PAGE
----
Homes are staying on the market longer in the Greater Toronto Area, but a popular outdoor design expert suggests sellers shouldn’t despair.
Although on average GTA homes sold in March stayed on the market for 20 days, up from the 10 observed during the same month last year, HGTV celebrity designer Carson Arthur says home improvements can help a home move—but not every improvement will max your return on investment, and some can even turn potential buyers off.
“If you’re a seller, you really want to be smart about the types of renovations that you’re doing,” he tells Harvey Kalles Real Estate. Here are three things to keep in mind when sprucing up your property before listing.
Look out front
There may be a tendency to focus on kitchen and bathroom renos, but Arthur recommends steering clear of this if a seller wants to get the most for their money. He says it’s better to focus on external touches, from landscaping to new windows and doors. Kitchen and bathroom design trends are constantly changing and tastes are different, meaning this type of reno can actually turn off a buyer.
“Obviously, curb appeal reigns supreme,” he explains. In fact, he says research shows that the first impression of a property is made in 11 seconds and can be worth up to 8 per cent of a home’s value. Millennials in particular are concerned with how a home looks. They even care more about that then the location, he says.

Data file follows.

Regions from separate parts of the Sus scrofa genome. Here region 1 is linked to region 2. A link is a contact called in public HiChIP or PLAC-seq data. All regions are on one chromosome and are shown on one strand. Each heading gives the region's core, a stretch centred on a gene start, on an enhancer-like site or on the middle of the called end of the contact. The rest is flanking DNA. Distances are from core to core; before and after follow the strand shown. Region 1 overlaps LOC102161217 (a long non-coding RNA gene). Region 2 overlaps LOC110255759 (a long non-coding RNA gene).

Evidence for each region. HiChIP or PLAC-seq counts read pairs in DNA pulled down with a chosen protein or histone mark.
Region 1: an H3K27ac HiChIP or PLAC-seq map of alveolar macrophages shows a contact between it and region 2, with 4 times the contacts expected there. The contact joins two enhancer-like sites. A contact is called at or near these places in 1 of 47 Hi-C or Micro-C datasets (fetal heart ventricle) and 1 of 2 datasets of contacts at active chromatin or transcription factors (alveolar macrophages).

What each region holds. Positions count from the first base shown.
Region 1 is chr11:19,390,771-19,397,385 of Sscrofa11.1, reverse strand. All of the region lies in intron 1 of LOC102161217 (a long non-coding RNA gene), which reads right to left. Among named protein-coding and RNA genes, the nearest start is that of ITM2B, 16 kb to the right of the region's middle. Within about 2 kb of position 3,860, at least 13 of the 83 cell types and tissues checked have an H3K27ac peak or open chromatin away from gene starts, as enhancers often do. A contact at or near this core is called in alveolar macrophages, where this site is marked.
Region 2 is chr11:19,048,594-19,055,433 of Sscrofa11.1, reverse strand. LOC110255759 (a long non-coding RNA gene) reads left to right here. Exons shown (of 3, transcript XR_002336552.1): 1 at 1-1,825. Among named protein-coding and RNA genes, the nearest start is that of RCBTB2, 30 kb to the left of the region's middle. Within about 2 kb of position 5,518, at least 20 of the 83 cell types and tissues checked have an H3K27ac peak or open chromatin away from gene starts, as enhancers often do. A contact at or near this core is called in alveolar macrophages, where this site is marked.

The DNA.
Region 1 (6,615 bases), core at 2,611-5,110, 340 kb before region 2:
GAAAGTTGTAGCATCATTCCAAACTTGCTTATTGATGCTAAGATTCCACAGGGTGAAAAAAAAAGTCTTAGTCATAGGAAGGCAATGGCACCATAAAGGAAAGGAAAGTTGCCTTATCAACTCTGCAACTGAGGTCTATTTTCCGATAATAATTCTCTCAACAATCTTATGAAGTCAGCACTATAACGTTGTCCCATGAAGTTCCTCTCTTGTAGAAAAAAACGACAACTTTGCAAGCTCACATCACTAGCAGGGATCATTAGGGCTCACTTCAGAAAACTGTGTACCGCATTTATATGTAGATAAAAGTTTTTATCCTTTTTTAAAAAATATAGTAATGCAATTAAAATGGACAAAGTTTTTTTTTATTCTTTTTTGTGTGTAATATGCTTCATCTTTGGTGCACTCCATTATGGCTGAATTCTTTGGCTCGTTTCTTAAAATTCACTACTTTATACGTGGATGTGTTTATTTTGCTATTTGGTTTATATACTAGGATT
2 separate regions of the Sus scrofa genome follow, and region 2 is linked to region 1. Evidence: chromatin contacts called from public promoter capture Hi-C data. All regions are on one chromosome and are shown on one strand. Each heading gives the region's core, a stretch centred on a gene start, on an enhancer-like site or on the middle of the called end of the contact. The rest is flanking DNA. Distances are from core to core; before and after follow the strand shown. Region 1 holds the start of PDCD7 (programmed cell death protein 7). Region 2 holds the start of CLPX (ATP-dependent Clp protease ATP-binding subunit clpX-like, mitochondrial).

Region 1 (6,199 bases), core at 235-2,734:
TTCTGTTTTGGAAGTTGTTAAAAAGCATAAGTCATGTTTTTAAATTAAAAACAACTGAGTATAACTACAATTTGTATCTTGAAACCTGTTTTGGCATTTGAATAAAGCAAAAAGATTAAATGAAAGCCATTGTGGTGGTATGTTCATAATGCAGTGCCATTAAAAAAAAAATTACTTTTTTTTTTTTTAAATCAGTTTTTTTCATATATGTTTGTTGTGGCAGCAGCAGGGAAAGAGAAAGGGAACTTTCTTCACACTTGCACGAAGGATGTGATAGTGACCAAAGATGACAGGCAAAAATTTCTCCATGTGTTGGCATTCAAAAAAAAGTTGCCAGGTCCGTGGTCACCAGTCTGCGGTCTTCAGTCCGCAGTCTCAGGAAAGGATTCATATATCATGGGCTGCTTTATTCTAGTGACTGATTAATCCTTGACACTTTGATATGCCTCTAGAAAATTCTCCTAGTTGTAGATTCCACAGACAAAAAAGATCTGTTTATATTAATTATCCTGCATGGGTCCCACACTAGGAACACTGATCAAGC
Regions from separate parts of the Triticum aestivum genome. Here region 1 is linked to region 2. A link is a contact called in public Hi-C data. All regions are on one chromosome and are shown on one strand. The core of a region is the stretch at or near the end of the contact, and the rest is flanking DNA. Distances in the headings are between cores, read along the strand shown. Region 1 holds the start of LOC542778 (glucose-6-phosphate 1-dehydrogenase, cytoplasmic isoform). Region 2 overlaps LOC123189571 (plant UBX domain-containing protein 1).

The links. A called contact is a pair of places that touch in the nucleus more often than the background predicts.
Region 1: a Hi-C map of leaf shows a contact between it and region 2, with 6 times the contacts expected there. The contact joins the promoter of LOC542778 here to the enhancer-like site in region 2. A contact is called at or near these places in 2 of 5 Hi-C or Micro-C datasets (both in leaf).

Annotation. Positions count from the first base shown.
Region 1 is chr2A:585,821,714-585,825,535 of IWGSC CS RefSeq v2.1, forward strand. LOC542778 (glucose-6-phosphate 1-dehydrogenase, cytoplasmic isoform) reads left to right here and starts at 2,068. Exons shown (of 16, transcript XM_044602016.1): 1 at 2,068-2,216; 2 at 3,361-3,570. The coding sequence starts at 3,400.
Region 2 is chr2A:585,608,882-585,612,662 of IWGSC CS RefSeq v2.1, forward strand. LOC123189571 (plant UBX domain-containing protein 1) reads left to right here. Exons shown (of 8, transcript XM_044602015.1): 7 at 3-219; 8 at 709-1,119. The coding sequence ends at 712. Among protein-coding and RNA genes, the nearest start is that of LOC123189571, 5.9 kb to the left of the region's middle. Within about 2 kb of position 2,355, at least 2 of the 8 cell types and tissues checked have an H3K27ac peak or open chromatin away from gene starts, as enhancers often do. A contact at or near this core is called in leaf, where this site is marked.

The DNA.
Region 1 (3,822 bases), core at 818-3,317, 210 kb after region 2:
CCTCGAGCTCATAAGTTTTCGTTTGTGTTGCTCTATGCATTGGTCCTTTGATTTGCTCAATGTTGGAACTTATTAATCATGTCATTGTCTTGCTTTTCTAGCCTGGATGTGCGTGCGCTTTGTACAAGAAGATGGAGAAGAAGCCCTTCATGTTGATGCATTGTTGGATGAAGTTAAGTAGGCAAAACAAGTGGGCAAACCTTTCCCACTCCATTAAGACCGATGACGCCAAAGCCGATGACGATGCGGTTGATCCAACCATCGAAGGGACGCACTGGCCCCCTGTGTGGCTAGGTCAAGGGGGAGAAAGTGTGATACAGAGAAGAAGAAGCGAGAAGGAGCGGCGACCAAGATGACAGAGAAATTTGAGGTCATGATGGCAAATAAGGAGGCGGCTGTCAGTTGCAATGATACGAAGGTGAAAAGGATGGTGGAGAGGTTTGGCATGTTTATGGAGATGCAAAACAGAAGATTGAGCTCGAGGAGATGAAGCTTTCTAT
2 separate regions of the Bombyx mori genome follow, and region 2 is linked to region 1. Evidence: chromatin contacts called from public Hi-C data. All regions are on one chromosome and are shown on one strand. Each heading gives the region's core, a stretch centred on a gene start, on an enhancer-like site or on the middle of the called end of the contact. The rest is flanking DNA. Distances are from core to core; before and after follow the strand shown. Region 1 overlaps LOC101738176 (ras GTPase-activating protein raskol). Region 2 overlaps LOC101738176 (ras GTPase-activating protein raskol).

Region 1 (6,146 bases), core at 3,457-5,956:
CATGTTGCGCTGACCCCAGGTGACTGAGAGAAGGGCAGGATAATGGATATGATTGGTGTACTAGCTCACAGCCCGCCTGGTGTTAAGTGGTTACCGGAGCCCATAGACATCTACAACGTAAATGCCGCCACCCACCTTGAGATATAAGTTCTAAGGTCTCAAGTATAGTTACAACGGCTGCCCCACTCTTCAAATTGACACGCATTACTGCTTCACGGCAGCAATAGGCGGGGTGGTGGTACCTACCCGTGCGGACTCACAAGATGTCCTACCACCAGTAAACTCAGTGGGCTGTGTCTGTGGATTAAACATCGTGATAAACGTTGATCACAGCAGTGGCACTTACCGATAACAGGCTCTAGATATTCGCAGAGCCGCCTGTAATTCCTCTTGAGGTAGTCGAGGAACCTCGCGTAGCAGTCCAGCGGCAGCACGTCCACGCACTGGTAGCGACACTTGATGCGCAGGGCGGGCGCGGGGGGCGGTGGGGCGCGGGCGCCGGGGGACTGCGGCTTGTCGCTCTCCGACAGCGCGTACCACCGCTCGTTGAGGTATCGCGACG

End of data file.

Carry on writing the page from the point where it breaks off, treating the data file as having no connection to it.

Add a deck
The backyard can benefit from some love, too. A wood deck is a good investment because you’re creating usable space, says Arthur. Savvier real estate agents are including the square footage of these places in the home’s total living space, he notes.
Condo owners can benefit from laying down some wood on their concrete balcony or terrace. “It makes the space feel more livable. It makes the space feel like a room as opposed to a place to store stuff you don’t want to keep inside,” he explains. “One of the biggest mistakes condo owners make is not… staging the balcony,” he adds.
Take care of the little details
Weeds sprouting from cracks in a driveway can be more than an eyesoar. Prospective buyers will take that little detail as a sign of how well taken care of the rest of the home is, so take care of the driveway—repave it if you need to—and weed that lawn while you’re at it. If you’re going to do any landscaping, make it low-maintenance. “Keep it simple. Keep it clear,” Arthur advises. “It makes a house feel friendly and warm but at the same time not like it’s going to be a lot of work.”